First question: Mayonnaise is primarily comprised of eggs and oil. Therefore, can mayonnaise have salmonella? Assume it can not, how does the manufacturing process kill it without cooking the egg?
It turns out that there’s also potentially vinegar and lemon juice (vinegar is an effective antibacterial, in general; you can put it in with your clothes), and this is a factor.
The eggs used in commercial mayo are pasteurized, pretty much eliminating the risk of salmonella, says Thomas Schwarz, an independent food safety consultant. He says that the acids bring the pH of commercial mayo to about 4.2 to 4.5, which “isn’t very inviting to microorganisms,” and the emulsification of the product makes the Aw (water activity, which is a measure of free water available for organisms to grow) “quite low.” The addition of salt also makes mayonnaise a less inviting medium for bacterial growth.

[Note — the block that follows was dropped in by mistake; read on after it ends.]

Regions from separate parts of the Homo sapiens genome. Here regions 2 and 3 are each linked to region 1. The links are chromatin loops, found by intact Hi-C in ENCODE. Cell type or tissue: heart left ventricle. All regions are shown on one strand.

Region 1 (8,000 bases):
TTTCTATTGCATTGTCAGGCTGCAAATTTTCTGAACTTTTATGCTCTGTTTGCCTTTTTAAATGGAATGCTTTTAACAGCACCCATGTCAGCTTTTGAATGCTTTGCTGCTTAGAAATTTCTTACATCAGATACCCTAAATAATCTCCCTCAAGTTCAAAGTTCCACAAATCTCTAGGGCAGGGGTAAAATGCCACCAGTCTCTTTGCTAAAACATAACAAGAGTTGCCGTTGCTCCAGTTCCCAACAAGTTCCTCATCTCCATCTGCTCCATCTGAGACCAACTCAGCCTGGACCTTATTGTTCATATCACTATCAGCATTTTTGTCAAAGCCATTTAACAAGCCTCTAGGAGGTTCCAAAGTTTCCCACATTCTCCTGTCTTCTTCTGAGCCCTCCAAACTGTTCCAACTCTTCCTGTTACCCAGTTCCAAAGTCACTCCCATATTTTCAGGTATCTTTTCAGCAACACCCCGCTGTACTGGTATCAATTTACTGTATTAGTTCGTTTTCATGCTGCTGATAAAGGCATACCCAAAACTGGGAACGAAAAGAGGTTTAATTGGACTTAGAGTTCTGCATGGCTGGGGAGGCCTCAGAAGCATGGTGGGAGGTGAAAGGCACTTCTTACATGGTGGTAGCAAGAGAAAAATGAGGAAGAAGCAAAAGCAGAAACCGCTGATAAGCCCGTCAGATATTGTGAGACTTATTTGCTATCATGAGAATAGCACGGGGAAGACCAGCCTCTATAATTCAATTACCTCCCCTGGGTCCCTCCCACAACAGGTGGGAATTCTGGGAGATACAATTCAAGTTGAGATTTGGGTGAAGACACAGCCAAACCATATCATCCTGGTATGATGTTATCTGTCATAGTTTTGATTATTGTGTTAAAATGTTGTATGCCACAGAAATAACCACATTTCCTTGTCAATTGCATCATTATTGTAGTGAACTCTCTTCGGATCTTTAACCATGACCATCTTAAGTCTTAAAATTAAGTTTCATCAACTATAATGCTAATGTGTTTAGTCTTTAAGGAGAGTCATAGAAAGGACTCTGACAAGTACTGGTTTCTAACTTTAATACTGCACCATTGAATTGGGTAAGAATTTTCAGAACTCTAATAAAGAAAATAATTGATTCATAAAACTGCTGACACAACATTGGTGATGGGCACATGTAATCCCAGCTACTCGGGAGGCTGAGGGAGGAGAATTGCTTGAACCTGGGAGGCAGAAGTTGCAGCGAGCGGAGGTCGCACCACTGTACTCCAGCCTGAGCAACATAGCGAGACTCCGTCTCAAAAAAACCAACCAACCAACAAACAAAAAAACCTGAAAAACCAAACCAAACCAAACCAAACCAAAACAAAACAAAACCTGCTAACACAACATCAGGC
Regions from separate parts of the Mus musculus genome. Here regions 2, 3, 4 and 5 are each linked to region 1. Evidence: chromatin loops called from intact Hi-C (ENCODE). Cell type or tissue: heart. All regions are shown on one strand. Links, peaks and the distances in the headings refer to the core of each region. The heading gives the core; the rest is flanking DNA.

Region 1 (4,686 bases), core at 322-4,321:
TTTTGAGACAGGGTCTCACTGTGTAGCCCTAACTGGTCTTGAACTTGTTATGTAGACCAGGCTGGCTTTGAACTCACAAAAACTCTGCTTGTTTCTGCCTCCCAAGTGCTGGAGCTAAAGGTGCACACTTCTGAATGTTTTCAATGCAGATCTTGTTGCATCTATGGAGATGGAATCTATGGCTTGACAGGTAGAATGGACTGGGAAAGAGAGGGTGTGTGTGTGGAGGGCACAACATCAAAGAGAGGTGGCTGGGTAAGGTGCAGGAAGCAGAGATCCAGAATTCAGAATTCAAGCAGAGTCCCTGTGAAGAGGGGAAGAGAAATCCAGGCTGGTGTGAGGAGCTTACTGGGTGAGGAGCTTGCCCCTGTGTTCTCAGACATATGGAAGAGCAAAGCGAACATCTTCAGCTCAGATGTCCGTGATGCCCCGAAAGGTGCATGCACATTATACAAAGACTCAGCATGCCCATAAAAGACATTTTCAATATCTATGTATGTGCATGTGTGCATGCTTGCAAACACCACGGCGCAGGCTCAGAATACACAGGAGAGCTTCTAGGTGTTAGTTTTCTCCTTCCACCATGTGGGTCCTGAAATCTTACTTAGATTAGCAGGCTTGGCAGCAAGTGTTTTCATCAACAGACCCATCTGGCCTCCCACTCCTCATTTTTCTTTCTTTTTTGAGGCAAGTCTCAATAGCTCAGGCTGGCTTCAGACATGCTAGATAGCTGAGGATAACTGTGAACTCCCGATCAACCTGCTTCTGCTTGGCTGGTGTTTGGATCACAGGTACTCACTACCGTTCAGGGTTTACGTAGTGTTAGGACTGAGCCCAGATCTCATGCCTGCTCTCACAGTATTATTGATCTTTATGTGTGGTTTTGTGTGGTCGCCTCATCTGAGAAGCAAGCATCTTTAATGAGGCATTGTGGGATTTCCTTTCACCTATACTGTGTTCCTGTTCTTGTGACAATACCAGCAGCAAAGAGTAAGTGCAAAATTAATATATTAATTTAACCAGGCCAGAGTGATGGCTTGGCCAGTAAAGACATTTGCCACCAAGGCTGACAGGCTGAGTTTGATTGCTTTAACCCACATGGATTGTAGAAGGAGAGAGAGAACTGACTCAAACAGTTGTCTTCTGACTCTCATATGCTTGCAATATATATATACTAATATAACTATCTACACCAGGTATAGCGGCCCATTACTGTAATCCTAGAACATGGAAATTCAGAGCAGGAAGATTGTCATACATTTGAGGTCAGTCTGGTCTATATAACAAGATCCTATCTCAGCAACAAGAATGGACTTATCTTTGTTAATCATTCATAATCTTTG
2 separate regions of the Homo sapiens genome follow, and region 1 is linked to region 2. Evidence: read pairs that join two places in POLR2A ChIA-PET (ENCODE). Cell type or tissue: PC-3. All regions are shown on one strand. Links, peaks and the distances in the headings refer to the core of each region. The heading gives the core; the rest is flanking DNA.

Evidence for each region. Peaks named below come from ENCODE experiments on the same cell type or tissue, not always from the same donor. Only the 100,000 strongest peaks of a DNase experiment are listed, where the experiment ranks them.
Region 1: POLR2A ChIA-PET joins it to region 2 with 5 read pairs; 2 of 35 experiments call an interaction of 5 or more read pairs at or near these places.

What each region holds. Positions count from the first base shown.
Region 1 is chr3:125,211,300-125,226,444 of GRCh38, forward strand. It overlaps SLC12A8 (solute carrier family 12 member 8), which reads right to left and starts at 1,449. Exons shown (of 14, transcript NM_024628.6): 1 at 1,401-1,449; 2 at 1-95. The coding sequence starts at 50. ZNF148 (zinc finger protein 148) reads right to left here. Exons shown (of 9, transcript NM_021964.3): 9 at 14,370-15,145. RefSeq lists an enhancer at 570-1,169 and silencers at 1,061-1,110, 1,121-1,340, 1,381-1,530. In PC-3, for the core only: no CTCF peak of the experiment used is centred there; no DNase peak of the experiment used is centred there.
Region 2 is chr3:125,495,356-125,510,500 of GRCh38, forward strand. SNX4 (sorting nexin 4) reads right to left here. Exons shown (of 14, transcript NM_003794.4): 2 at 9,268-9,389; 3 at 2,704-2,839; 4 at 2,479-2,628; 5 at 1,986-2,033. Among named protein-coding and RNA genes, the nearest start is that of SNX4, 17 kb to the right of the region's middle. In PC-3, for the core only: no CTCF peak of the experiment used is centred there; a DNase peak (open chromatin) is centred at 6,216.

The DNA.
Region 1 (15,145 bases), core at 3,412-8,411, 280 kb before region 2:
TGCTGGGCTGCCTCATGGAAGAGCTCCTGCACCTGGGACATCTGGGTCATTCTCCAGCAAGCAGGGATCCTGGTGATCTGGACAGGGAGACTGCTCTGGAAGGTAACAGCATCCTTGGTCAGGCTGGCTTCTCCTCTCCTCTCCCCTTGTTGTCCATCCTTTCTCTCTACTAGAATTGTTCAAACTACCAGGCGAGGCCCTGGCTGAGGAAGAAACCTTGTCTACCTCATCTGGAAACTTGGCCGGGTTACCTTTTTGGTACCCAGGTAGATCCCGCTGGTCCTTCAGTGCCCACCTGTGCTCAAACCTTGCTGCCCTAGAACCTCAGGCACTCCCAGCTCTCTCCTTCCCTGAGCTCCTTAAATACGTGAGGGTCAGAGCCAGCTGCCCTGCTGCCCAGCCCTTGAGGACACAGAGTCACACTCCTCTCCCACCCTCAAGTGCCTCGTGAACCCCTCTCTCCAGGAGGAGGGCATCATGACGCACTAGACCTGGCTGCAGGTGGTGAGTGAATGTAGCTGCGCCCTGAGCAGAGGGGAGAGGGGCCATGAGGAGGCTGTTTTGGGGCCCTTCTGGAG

So, there you go.
Second question: Tell us more about “water activity”.
It is actually very interesting. This is the quantity that determines whether your food will lose moistness to the environment or absorb moistness from the environment.
…pure distilled water has a water activity of exactly one. As temperature increases, aw typically increases, except in some products with crystalline salt or sugar.
Higher aw substances tend to support more microorganisms. Bacteria usually require at least 0.91, and fungi at least 0.7. See also fermentation.
Water migrates from areas of high aw to areas of low aw. For example, if honey (aw ≈ 0.6) is exposed to humid air (aw ≈ 0.7), the honey absorbs water from the air. If salami (aw ≈ 0.87) is exposed to dry air (aw ≈ 0.5), the salami dries out, which could preserve it or spoil it.
Pictures I ran across while looking for the featured image: